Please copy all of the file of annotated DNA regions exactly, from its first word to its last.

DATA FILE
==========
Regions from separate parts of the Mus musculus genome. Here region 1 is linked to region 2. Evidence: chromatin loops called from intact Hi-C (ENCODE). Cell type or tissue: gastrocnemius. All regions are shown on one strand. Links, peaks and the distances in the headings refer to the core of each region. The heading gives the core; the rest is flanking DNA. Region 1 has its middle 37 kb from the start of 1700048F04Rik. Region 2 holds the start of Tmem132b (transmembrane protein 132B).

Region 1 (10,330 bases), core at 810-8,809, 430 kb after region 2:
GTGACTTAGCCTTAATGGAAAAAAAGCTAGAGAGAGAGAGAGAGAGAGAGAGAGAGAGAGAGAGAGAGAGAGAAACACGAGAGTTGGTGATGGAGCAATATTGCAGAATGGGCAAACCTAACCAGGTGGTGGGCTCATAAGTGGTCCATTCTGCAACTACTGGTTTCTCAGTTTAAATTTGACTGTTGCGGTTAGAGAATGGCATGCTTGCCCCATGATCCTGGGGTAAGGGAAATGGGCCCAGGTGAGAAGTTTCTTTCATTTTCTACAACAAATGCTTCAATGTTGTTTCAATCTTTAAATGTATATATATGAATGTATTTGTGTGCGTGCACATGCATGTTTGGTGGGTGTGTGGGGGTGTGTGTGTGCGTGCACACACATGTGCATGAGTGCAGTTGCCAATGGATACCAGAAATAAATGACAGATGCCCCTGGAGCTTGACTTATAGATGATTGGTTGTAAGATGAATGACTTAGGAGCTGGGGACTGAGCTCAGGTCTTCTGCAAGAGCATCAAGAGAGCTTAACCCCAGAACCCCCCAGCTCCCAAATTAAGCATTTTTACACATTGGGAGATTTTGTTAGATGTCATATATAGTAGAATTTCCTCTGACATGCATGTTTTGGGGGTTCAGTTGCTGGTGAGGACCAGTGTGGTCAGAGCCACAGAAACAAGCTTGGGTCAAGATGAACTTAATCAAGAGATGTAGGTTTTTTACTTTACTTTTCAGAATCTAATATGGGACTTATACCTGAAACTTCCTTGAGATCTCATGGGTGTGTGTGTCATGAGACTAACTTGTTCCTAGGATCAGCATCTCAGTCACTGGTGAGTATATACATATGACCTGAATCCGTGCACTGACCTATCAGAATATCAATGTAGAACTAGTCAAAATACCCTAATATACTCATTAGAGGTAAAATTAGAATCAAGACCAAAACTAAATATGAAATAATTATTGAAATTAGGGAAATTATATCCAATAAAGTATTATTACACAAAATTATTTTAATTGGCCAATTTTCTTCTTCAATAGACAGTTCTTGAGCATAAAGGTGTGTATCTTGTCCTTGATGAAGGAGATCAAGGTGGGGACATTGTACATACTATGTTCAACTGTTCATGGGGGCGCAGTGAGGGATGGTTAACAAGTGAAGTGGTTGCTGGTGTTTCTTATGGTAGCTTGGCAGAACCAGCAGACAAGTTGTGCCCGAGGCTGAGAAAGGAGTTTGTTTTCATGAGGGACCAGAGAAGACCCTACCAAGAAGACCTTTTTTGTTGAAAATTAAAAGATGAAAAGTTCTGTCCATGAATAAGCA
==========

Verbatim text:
Regions from separate parts of the Mus musculus genome. Here region 1 is linked to region 2. Evidence: chromatin loops called from intact Hi-C (ENCODE). Cell type or tissue: gastrocnemius. All regions are shown on one strand. Links, peaks and the distances in the headings refer to the core of each region. The heading gives the core; the rest is flanking DNA. Region 1 has its middle 37 kb from the start of 1700048F04Rik. Region 2 holds the start of Tmem132b (transmembrane protein 132B).

Region 1 (10,330 bases), core at 810-8,809, 430 kb after region 2:
GTGACTTAGCCTTAATGGAAAAAAAGCTAGAGAGAGAGAGAGAGAGAGAGAGAGAGAGAGAGAGAGAGAGAGAAACACGAGAGTTGGTGATGGAGCAATATTGCAGAATGGGCAAACCTAACCAGGTGGTGGGCTCATAAGTGGTCCATTCTGCAACTACTGGTTTCTCAGTTTAAATTTGACTGTTGCGGTTAGAGAATGGCATGCTTGCCCCATGATCCTGGGGTAAGGGAAATGGGCCCAGGTGAGAAGTTTCTTTCATTTTCTACAACAAATGCTTCAATGTTGTTTCAATCTTTAAATGTATATATATGAATGTATTTGTGTGCGTGCACATGCATGTTTGGTGGGTGTGTGGGGGTGTGTGTGTGCGTGCACACACATGTGCATGAGTGCAGTTGCCAATGGATACCAGAAATAAATGACAGATGCCCCTGGAGCTTGACTTATAGATGATTGGTTGTAAGATGAATGACTTAGGAGCTGGGGACTGAGCTCAGGTCTTCTGCAAGAGCATCAAGAGAGCTTAACCCCAGAACCCCCCAGCTCCCAAATTAAGCATTTTTACACATTGGGAGATTTTGTTAGATGTCATATATAGTAGAATTTCCTCTGACATGCATGTTTTGGGGGTTCAGTTGCTGGTGAGGACCAGTGTGGTCAGAGCCACAGAAACAAGCTTGGGTCAAGATGAACTTAATCAAGAGATGTAGGTTTTTTACTTTACTTTTCAGAATCTAATATGGGACTTATACCTGAAACTTCCTTGAGATCTCATGGGTGTGTGTGTCATGAGACTAACTTGTTCCTAGGATCAGCATCTCAGTCACTGGTGAGTATATACATATGACCTGAATCCGTGCACTGACCTATCAGAATATCAATGTAGAACTAGTCAAAATACCCTAATATACTCATTAGAGGTAAAATTAGAATCAAGACCAAAACTAAATATGAAATAATTATTGAAATTAGGGAAATTATATCCAATAAAGTATTATTACACAAAATTATTTTAATTGGCCAATTTTCTTCTTCAATAGACAGTTCTTGAGCATAAAGGTGTGTATCTTGTCCTTGATGAAGGAGATCAAGGTGGGGACATTGTACATACTATGTTCAACTGTTCATGGGGGCGCAGTGAGGGATGGTTAACAAGTGAAGTGGTTGCTGGTGTTTCTTATGGTAGCTTGGCAGAACCAGCAGACAAGTTGTGCCCGAGGCTGAGAAAGGAGTTTGTTTTCATGAGGGACCAGAGAAGACCCTACCAAGAAGACCTTTTTTGTTGAAAATTAAAAGATGAAAAGTTCTGTCCATGAATAAGCA